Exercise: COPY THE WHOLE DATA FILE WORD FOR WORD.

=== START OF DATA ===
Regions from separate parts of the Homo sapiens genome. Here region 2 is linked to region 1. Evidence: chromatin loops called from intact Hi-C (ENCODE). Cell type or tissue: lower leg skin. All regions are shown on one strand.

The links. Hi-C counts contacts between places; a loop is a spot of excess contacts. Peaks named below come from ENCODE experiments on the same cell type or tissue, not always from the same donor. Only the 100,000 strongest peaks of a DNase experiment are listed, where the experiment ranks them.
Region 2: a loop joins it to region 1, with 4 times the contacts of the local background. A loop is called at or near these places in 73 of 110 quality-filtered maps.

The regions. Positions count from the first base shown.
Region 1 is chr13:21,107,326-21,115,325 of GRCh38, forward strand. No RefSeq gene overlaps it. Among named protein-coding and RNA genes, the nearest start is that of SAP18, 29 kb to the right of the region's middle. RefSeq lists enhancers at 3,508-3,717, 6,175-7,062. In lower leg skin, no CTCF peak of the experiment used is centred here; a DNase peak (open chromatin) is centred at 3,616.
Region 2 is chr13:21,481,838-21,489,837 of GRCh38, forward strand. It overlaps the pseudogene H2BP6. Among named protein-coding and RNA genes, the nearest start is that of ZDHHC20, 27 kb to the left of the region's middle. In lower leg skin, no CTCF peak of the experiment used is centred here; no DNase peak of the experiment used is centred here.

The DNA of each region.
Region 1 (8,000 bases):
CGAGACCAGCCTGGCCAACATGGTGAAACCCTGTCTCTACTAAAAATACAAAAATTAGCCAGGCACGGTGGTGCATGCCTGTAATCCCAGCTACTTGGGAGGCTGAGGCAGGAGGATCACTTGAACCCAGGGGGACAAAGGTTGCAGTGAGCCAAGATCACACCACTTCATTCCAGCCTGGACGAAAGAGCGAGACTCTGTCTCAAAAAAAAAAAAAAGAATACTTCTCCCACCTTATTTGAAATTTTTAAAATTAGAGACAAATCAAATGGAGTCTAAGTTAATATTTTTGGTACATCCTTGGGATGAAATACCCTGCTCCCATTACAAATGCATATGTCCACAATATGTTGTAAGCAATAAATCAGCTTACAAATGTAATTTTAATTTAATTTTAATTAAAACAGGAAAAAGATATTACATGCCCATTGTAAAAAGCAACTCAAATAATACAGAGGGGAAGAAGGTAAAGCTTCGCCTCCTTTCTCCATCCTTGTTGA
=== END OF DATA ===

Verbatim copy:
Regions from separate parts of the Homo sapiens genome. Here region 2 is linked to region 1. Evidence: chromatin loops called from intact Hi-C (ENCODE). Cell type or tissue: lower leg skin. All regions are shown on one strand.

The links. Hi-C counts contacts between places; a loop is a spot of excess contacts. Peaks named below come from ENCODE experiments on the same cell type or tissue, not always from the same donor. Only the 100,000 strongest peaks of a DNase experiment are listed, where the experiment ranks them.
Region 2: a loop joins it to region 1, with 4 times the contacts of the local background. A loop is called at or near these places in 73 of 110 quality-filtered maps.

The regions. Positions count from the first base shown.
Region 1 is chr13:21,107,326-21,115,325 of GRCh38, forward strand. No RefSeq gene overlaps it. Among named protein-coding and RNA genes, the nearest start is that of SAP18, 29 kb to the right of the region's middle. RefSeq lists enhancers at 3,508-3,717, 6,175-7,062. In lower leg skin, no CTCF peak of the experiment used is centred here; a DNase peak (open chromatin) is centred at 3,616.
Region 2 is chr13:21,481,838-21,489,837 of GRCh38, forward strand. It overlaps the pseudogene H2BP6. Among named protein-coding and RNA genes, the nearest start is that of ZDHHC20, 27 kb to the left of the region's middle. In lower leg skin, no CTCF peak of the experiment used is centred here; no DNase peak of the experiment used is centred here.

The DNA of each region.
Region 1 (8,000 bases):
CGAGACCAGCCTGGCCAACATGGTGAAACCCTGTCTCTACTAAAAATACAAAAATTAGCCAGGCACGGTGGTGCATGCCTGTAATCCCAGCTACTTGGGAGGCTGAGGCAGGAGGATCACTTGAACCCAGGGGGACAAAGGTTGCAGTGAGCCAAGATCACACCACTTCATTCCAGCCTGGACGAAAGAGCGAGACTCTGTCTCAAAAAAAAAAAAAAGAATACTTCTCCCACCTTATTTGAAATTTTTAAAATTAGAGACAAATCAAATGGAGTCTAAGTTAATATTTTTGGTACATCCTTGGGATGAAATACCCTGCTCCCATTACAAATGCATATGTCCACAATATGTTGTAAGCAATAAATCAGCTTACAAATGTAATTTTAATTTAATTTTAATTAAAACAGGAAAAAGATATTACATGCCCATTGTAAAAAGCAACTCAAATAATACAGAGGGGAAGAAGGTAAAGCTTCGCCTCCTTTCTCCATCCTTGTTGA